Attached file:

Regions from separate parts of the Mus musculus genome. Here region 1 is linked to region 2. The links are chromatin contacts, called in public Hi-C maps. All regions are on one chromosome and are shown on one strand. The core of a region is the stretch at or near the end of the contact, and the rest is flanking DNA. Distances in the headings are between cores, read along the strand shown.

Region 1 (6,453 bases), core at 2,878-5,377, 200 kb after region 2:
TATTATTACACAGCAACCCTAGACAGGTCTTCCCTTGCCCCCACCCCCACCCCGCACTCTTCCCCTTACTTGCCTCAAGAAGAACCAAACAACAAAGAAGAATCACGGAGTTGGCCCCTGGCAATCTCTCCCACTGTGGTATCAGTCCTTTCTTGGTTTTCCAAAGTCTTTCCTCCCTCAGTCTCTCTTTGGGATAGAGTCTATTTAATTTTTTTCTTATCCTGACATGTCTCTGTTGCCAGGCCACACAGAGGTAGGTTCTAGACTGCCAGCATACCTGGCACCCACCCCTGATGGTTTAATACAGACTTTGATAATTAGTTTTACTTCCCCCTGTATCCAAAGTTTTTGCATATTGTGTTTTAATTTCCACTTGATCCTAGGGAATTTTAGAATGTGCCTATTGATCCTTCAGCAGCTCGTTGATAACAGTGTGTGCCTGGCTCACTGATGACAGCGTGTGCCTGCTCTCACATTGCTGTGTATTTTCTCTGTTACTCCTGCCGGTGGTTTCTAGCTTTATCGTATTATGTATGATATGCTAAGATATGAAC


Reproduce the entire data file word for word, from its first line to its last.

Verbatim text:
Regions from separate parts of the Mus musculus genome. Here region 1 is linked to region 2. The links are chromatin contacts, called in public Hi-C maps. All regions are on one chromosome and are shown on one strand. The core of a region is the stretch at or near the end of the contact, and the rest is flanking DNA. Distances in the headings are between cores, read along the strand shown.

Region 1 (6,453 bases), core at 2,878-5,377, 200 kb after region 2:
TATTATTACACAGCAACCCTAGACAGGTCTTCCCTTGCCCCCACCCCCACCCCGCACTCTTCCCCTTACTTGCCTCAAGAAGAACCAAACAACAAAGAAGAATCACGGAGTTGGCCCCTGGCAATCTCTCCCACTGTGGTATCAGTCCTTTCTTGGTTTTCCAAAGTCTTTCCTCCCTCAGTCTCTCTTTGGGATAGAGTCTATTTAATTTTTTTCTTATCCTGACATGTCTCTGTTGCCAGGCCACACAGAGGTAGGTTCTAGACTGCCAGCATACCTGGCACCCACCCCTGATGGTTTAATACAGACTTTGATAATTAGTTTTACTTCCCCCTGTATCCAAAGTTTTTGCATATTGTGTTTTAATTTCCACTTGATCCTAGGGAATTTTAGAATGTGCCTATTGATCCTTCAGCAGCTCGTTGATAACAGTGTGTGCCTGGCTCACTGATGACAGCGTGTGCCTGCTCTCACATTGCTGTGTATTTTCTCTGTTACTCCTGCCGGTGGTTTCTAGCTTTATCGTATTATGTATGATATGCTAAGATATGAAC